Edward Hunt’s “Weymouth ways and Weymouth people: Reminiscences” takes the reader back in Weymouth Massachusetts past to the 1830s through the 1880s as he provides glimpses into the people of the community. These reminiscences were mostly printed in the Weymouth Gazette and provide a fair example of early New England village life as it occurred in the mid 1800s. Of specific interest to the genealogist will be the Hunt material scattered throughout, but most specifically 286-295, and of course, those lucky enough to have had somebody “remembered” by Edward.
A genealogy of the Lake family of Great Egg Harbour in Old Gloucester County in New Jersey : descended from John Lade of Gravesend, Long Island; with notes on the Gravesend and Staten Island branches of the family. This volume of nearly 400 pages includes a coat-of-arms in colors, two charts, and nearly fifty full page illustrations – portraits, old homes, samplers, etc. The coat-of-arms shown in the frontspiece is an unusually good example of the heraldic art!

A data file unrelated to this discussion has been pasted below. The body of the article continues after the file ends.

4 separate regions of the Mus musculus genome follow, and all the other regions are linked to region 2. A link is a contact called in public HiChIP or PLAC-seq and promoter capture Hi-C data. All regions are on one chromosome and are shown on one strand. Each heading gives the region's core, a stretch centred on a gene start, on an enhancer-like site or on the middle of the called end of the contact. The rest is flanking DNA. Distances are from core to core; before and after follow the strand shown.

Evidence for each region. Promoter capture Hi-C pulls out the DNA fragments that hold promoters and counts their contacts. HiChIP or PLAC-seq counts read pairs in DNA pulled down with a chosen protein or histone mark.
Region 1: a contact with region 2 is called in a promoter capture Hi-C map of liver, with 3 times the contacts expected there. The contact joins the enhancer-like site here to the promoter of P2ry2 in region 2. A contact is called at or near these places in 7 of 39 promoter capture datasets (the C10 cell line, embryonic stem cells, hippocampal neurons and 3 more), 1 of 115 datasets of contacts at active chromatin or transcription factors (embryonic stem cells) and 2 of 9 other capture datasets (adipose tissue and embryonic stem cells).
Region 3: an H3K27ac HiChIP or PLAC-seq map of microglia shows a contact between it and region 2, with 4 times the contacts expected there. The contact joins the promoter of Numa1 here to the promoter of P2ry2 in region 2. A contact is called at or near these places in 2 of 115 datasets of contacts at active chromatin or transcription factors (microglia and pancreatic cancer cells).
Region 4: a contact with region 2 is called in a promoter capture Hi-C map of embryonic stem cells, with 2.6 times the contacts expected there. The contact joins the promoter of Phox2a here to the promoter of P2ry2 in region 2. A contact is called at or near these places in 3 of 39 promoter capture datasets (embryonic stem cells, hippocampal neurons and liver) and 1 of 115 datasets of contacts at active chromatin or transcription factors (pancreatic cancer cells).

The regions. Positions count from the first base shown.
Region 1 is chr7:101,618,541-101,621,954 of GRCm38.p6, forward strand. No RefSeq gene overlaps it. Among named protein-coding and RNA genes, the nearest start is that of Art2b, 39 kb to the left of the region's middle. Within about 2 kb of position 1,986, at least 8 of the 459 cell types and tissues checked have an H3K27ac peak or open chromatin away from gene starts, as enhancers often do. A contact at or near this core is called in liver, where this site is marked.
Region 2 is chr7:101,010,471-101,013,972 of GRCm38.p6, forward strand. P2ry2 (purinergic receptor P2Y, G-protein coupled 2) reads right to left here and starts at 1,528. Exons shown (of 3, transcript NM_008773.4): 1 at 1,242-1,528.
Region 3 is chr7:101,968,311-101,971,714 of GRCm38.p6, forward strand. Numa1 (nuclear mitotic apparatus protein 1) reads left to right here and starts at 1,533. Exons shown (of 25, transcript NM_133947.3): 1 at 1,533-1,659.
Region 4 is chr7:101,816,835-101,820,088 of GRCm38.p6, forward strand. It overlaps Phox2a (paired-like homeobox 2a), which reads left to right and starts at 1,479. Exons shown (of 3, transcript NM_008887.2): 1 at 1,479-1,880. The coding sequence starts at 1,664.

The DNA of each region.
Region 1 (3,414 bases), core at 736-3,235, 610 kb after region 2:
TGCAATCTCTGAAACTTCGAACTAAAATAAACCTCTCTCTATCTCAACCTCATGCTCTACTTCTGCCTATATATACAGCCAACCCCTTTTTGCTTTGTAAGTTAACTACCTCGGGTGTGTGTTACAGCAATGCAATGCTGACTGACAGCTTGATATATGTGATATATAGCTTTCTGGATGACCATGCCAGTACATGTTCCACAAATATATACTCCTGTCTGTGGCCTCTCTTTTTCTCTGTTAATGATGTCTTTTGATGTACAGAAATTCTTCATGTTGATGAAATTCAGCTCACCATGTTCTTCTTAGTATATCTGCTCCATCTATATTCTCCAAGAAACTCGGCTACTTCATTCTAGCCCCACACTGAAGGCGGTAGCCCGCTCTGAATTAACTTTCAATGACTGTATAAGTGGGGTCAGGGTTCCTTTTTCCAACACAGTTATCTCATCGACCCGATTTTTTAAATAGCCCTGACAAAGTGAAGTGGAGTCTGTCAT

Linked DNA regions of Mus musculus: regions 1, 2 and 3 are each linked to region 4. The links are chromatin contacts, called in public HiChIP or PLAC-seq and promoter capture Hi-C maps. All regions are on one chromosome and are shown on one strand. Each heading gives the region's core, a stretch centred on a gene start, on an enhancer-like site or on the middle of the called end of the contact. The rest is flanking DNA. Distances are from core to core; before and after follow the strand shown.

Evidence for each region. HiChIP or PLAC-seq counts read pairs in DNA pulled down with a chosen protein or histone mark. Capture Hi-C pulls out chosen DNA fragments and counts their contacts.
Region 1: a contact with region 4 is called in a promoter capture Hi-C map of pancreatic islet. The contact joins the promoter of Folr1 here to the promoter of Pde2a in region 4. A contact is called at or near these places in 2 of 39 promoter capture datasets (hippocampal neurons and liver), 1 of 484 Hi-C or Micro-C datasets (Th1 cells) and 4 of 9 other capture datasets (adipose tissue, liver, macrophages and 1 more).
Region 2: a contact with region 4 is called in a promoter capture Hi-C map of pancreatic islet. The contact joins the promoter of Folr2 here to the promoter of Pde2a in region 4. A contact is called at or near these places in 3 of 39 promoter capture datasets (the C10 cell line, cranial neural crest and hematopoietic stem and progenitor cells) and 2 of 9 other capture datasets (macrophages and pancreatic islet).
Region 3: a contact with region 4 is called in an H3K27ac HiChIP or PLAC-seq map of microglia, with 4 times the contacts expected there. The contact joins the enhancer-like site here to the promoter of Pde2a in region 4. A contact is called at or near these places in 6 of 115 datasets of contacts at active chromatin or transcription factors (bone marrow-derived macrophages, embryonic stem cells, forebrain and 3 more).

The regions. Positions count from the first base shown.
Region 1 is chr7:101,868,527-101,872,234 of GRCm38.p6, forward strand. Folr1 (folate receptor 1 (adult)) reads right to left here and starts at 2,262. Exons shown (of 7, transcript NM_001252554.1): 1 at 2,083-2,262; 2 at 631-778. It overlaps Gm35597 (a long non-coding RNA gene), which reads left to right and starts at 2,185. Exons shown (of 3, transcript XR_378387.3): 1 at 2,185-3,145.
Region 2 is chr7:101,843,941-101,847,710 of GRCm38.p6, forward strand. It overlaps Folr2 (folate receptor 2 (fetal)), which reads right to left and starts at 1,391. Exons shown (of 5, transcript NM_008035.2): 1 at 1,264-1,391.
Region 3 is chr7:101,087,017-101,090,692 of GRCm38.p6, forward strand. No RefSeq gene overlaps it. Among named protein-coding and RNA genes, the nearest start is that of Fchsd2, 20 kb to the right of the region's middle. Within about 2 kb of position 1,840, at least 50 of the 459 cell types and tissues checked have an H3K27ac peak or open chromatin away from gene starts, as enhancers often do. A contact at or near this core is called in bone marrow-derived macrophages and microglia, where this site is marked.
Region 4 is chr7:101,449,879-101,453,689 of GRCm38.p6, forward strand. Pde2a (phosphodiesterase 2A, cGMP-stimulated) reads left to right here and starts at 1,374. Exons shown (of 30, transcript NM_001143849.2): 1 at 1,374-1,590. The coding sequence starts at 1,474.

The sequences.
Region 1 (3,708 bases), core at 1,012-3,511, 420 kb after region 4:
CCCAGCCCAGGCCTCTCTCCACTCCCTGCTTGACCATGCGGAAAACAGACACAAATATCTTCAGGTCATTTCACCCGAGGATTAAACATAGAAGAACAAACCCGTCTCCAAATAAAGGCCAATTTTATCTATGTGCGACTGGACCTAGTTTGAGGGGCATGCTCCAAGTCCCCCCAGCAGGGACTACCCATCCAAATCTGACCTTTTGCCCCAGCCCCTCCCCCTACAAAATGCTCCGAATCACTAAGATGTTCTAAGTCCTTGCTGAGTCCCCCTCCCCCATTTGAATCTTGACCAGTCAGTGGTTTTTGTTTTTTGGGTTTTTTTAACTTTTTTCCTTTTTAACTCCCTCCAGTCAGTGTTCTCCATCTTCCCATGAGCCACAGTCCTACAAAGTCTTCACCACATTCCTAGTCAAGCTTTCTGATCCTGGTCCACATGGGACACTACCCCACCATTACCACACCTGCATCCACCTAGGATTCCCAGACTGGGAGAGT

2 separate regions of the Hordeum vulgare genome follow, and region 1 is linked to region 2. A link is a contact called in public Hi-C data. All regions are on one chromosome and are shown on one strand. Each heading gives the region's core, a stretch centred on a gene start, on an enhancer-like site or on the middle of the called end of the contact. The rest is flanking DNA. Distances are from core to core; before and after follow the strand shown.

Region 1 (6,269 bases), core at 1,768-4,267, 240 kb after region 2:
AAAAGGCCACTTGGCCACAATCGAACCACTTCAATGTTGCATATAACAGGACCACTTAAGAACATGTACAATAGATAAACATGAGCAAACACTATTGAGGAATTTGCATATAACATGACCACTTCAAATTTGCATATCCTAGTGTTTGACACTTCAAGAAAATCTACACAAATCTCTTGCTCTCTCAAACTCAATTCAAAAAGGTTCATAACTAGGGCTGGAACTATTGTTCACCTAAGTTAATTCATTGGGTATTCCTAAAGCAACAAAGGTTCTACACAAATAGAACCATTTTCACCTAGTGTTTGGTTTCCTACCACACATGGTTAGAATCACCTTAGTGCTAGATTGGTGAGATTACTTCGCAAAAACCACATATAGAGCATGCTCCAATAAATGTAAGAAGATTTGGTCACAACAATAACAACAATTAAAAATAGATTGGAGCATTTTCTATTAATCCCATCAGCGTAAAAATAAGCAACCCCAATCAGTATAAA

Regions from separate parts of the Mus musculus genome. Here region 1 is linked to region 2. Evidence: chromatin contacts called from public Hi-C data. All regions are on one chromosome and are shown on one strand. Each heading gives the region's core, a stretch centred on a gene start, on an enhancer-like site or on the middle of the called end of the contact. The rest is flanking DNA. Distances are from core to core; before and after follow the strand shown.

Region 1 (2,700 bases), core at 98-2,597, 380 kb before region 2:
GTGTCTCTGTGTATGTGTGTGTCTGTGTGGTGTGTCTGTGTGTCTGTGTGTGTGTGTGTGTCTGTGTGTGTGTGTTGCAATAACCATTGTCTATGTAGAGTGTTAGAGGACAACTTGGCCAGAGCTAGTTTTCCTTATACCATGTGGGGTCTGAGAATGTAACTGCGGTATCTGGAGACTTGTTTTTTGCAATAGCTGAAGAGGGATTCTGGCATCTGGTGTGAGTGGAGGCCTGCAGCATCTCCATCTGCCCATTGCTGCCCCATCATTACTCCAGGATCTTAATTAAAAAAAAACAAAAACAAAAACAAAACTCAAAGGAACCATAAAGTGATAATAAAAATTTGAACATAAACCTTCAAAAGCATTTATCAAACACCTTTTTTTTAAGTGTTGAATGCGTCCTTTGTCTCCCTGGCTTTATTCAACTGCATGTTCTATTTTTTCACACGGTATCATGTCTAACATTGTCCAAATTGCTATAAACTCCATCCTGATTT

This page treats the Leach Genealogy of Bridgewater, Massachusetts, starting with Lawrence Leach, the immigrant ancestor, and descending to the James Cushing Leach family of Bridgewater, Mass.